We all get a lot of junk email. I suppose I should be grateful that I don’t still get the pounds of paper I used to get. I felt guilty throwing away all that stuff … but I can delete email with nary a twinge.
A few weeks ago, I entered a contest to win a free Kindle. It turned out the result was that I got subscribed to dozens of indie author websites. I’m all in favor of free books … but this was a deluge of stuff and it was an avalanche, gaining momentum as it hurtled down the mountain.
I’ve been unsubscribing as fast as I could find the right link.
A few days ago, I got this email. It was so polite, so civil, so … well … just nice, I actually resubscribed just because I appreciated there was at least one person who recognized that spamming your potential followers might not be the best approach.
I was so impressed, I re-subscribed. Just to show my appreciation.
Last Friday you received an e-mail titled “What fantasy books to read for the summer”. This e-mail was sent to almost 5000 people, whose addresses were obtained through a contest run by http://www.freekindlegiveaway.com, a contest for which I was one of the sponsors.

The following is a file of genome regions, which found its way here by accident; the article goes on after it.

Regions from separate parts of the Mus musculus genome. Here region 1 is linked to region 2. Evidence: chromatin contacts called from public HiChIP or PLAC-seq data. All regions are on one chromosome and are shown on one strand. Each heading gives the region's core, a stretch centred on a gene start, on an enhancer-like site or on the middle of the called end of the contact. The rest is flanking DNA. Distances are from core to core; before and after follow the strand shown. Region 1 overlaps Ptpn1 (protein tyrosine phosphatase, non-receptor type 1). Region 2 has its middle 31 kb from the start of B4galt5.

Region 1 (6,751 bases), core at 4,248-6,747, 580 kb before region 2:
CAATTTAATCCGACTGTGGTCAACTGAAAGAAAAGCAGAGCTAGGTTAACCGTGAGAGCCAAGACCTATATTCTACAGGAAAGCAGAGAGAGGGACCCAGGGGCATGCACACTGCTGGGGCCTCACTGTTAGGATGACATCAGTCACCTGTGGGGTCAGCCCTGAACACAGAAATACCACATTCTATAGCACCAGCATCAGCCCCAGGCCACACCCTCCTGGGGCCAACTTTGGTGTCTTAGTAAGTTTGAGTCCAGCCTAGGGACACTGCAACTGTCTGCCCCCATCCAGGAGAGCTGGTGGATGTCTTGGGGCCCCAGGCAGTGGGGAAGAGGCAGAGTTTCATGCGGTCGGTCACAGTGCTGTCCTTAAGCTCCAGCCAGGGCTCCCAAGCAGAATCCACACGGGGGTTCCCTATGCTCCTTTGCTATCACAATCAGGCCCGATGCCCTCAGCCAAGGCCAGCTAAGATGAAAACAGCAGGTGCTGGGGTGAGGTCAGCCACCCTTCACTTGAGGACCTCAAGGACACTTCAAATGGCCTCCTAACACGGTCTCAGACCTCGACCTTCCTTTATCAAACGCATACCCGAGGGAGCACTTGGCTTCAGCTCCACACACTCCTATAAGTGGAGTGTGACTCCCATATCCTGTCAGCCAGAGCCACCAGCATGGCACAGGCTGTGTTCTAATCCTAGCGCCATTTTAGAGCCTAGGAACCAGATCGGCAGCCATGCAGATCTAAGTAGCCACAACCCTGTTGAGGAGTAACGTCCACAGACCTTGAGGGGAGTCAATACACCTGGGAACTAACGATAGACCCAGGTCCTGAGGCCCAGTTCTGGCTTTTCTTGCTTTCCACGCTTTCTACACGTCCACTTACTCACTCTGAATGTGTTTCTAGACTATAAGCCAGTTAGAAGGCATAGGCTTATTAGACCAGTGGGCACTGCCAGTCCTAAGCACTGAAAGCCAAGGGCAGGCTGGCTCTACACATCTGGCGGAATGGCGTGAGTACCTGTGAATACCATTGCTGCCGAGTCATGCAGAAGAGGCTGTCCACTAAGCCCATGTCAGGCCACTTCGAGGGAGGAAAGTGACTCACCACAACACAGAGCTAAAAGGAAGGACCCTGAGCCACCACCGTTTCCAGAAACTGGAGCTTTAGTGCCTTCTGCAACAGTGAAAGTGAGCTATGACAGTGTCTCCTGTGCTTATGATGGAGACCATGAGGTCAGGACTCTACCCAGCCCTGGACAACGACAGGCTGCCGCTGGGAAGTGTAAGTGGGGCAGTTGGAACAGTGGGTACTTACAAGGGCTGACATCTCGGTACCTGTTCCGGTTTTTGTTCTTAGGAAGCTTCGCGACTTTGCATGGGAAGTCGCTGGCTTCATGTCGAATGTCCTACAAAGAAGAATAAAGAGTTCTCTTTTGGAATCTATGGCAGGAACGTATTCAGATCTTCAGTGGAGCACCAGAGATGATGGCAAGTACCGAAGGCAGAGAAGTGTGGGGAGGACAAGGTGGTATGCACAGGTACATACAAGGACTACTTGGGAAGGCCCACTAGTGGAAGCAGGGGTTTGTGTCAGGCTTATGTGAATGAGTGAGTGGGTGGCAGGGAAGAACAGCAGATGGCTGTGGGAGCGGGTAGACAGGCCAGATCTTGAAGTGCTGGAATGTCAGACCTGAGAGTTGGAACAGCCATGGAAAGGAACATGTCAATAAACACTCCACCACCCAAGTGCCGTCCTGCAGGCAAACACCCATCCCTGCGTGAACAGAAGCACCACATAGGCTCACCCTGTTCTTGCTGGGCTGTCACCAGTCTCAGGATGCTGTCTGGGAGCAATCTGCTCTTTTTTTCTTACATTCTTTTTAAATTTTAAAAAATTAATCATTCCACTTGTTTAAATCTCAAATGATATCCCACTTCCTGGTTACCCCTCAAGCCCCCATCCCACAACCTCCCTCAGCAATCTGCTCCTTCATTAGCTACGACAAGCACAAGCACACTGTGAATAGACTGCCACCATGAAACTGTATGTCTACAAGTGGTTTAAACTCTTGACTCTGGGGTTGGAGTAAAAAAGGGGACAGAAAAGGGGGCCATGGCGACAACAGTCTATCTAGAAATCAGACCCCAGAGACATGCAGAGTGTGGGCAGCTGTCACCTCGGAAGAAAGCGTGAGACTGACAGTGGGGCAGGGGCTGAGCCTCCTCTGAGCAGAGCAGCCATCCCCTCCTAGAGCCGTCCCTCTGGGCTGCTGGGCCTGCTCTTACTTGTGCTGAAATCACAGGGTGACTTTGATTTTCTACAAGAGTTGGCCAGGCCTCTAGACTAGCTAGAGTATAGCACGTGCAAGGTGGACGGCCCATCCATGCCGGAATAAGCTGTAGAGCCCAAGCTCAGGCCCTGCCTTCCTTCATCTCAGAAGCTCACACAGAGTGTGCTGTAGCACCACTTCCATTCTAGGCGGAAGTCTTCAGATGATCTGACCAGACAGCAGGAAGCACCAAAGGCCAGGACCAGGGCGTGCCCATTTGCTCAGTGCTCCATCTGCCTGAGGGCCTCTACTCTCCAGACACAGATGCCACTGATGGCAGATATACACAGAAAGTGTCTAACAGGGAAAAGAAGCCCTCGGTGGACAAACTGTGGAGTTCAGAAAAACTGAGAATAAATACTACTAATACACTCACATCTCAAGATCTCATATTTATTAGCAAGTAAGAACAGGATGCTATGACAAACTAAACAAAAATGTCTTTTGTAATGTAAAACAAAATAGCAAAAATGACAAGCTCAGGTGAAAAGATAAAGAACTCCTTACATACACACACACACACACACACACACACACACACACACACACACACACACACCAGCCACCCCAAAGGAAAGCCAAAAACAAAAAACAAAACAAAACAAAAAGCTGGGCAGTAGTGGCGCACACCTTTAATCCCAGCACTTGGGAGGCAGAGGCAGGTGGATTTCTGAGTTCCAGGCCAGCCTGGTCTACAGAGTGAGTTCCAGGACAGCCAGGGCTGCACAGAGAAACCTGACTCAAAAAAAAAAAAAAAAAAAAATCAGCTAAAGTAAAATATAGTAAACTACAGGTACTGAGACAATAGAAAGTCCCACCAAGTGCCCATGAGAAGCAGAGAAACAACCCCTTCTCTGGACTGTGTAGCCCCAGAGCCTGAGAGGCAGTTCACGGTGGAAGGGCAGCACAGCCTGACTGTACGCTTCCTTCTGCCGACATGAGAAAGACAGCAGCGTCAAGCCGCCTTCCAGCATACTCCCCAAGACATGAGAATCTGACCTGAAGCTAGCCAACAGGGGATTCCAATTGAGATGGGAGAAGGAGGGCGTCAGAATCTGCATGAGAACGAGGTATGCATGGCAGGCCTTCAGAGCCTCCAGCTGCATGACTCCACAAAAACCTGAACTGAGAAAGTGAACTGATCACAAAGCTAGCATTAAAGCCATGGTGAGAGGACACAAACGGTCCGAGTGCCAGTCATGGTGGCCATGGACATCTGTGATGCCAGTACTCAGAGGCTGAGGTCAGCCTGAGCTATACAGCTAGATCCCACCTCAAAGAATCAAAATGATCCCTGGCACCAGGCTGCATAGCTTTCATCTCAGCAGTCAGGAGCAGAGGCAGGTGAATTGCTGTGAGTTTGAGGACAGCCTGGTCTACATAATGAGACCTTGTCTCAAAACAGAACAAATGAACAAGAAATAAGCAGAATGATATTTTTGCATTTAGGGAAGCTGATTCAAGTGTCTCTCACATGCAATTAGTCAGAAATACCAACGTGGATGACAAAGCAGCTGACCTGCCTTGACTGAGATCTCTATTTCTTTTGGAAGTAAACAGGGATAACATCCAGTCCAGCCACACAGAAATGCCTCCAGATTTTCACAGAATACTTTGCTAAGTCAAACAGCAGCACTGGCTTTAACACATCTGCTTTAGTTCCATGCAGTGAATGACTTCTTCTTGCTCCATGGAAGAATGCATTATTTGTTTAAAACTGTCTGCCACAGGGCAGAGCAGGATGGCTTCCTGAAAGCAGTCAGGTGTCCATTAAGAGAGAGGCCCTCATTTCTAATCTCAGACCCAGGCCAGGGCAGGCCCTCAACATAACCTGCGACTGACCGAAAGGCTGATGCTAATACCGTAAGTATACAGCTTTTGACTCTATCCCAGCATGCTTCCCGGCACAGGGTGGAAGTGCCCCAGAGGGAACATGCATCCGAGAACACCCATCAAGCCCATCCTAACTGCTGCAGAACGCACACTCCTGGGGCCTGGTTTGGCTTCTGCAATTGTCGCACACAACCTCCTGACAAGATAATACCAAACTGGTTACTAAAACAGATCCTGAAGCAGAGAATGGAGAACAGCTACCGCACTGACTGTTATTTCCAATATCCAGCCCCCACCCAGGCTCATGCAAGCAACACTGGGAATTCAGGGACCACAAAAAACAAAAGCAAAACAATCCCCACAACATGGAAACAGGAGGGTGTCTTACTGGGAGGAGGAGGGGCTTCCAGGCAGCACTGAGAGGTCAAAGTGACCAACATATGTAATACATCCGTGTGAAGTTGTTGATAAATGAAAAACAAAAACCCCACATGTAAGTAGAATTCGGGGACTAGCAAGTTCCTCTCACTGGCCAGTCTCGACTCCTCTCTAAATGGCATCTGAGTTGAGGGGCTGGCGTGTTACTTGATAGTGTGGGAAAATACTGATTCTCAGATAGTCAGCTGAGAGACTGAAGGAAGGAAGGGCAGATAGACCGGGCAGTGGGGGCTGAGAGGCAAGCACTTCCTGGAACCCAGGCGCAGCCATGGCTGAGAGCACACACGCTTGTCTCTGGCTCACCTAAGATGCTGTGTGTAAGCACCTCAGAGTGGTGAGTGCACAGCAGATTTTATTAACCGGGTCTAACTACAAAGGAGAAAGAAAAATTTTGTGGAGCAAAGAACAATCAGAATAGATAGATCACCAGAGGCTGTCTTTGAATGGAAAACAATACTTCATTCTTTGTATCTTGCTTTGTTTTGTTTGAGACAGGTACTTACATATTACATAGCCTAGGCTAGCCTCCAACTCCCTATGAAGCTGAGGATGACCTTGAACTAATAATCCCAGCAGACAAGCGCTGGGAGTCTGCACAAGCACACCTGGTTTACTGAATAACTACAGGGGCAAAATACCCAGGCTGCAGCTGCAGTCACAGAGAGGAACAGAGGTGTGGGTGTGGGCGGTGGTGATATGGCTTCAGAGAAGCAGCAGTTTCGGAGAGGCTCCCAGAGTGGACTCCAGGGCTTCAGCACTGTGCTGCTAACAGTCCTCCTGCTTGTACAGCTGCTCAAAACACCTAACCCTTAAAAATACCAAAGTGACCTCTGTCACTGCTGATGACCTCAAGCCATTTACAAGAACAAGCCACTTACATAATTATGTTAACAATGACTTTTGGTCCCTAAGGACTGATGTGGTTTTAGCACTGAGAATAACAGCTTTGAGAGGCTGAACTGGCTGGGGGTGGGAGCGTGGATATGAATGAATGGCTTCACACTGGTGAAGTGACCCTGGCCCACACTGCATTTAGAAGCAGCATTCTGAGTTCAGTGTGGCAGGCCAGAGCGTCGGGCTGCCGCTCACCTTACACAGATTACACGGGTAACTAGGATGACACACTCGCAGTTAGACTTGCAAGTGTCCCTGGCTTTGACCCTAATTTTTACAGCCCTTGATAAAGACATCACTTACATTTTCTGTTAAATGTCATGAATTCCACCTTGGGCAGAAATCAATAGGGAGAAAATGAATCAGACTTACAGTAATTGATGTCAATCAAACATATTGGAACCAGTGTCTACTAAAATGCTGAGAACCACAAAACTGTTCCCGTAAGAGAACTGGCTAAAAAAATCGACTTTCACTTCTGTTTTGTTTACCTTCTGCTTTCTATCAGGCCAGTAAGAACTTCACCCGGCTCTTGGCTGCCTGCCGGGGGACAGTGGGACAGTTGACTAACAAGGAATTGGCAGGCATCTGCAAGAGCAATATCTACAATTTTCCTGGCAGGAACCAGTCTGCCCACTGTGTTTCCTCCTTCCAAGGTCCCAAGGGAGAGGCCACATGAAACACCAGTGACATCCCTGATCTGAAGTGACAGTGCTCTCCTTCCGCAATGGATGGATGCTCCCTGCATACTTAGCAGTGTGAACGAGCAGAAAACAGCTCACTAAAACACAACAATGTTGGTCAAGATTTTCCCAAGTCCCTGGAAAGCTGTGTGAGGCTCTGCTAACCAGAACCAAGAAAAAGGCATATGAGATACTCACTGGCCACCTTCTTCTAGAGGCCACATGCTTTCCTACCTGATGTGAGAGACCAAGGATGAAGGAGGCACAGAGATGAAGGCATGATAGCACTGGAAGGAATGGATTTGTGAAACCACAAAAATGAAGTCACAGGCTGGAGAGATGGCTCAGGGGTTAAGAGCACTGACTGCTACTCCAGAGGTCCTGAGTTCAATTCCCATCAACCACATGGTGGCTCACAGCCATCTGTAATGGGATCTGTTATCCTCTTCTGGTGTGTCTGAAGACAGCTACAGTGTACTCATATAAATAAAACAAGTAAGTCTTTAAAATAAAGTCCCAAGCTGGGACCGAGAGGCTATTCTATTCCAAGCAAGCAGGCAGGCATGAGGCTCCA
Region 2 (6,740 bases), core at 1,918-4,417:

One of the terms for participating in that contest was to agree to be subscribed to a number of authors’ mailing lists, including my own. This contest was run a few months ago, and I received your e-mail addresses early in June.
I hesitated using your e-mail addresses. Before said contest my mailing list only had 83 subscribers, so a sudden growth of 6000% is no small thing. That said, the responses to Friday’s mail have been mixed. I’ve seen a surge in downloads, and I’ve also seen a surge in unsubscribes. I kind of expected that. Had I participated in a contest that required me to subscribe to mailing lists I would probably unsubscribe at the first received e-mail as well. What I had not expected was the number of people who filed complaints with MailChimp, or the response by MailChimp itself. In essence: they strongly urged me to reconsider my strategy for obtaining new subscribers.
I have given this some thought, and have, after some consideration, decided to automatically unsubscribe every single person that received Friday’s e-mail. As such, this e-mail is a confirmation that you are no longer subscribed to my book update mailing list, and will not receive any future mass-mailings from me unless you manually resubscribe through my sign-up page.
In addition, I would like to apologize for any inconvenience my mails have caused. I am not a fan of unsolicited mail myself, and each time I get a newsletter I don’t remember signing up for I have a tendency to complain rather loudly. I am sorry for having caused similar discomfort to others, and I hope you’ll all forgive me.